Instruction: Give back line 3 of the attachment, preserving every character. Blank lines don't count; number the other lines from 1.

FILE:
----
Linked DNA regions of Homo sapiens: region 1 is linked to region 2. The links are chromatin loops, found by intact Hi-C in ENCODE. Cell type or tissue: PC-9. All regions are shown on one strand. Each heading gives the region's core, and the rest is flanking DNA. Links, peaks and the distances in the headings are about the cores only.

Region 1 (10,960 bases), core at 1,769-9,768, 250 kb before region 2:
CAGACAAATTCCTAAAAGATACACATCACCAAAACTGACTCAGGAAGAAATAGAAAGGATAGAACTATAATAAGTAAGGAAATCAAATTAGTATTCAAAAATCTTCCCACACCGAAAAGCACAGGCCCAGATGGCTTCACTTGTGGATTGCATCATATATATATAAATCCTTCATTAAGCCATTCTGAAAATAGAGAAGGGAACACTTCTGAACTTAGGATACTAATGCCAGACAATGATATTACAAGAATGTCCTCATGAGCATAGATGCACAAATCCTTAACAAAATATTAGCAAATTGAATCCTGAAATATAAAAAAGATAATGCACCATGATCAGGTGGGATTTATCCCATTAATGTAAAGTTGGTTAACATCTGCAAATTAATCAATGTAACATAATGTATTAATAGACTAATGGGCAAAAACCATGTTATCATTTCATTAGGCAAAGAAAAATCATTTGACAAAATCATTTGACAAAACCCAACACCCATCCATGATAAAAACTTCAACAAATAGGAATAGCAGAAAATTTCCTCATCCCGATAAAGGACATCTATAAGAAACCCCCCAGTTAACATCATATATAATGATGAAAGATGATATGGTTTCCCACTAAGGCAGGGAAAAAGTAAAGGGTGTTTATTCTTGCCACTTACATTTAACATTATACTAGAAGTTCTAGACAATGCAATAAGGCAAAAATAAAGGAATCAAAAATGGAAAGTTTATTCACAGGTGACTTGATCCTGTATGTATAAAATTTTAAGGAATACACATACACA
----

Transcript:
CAGACAAATTCCTAAAAGATACACATCACCAAAACTGACTCAGGAAGAAATAGAAAGGATAGAACTATAATAAGTAAGGAAATCAAATTAGTATTCAAAAATCTTCCCACACCGAAAAGCACAGGCCCAGATGGCTTCACTTGTGGATTGCATCATATATATATAAATCCTTCATTAAGCCATTCTGAAAATAGAGAAGGGAACACTTCTGAACTTAGGATACTAATGCCAGACAATGATATTACAAGAATGTCCTCATGAGCATAGATGCACAAATCCTTAACAAAATATTAGCAAATTGAATCCTGAAATATAAAAAAGATAATGCACCATGATCAGGTGGGATTTATCCCATTAATGTAAAGTTGGTTAACATCTGCAAATTAATCAATGTAACATAATGTATTAATAGACTAATGGGCAAAAACCATGTTATCATTTCATTAGGCAAAGAAAAATCATTTGACAAAATCATTTGACAAAACCCAACACCCATCCATGATAAAAACTTCAACAAATAGGAATAGCAGAAAATTTCCTCATCCCGATAAAGGACATCTATAAGAAACCCCCCAGTTAACATCATATATAATGATGAAAGATGATATGGTTTCCCACTAAGGCAGGGAAAAAGTAAAGGGTGTTTATTCTTGCCACTTACATTTAACATTATACTAGAAGTTCTAGACAATGCAATAAGGCAAAAATAAAGGAATCAAAAATGGAAAGTTTATTCACAGGTGACTTGATCCTGTATGTATAAAATTTTAAGGAATACACATACACA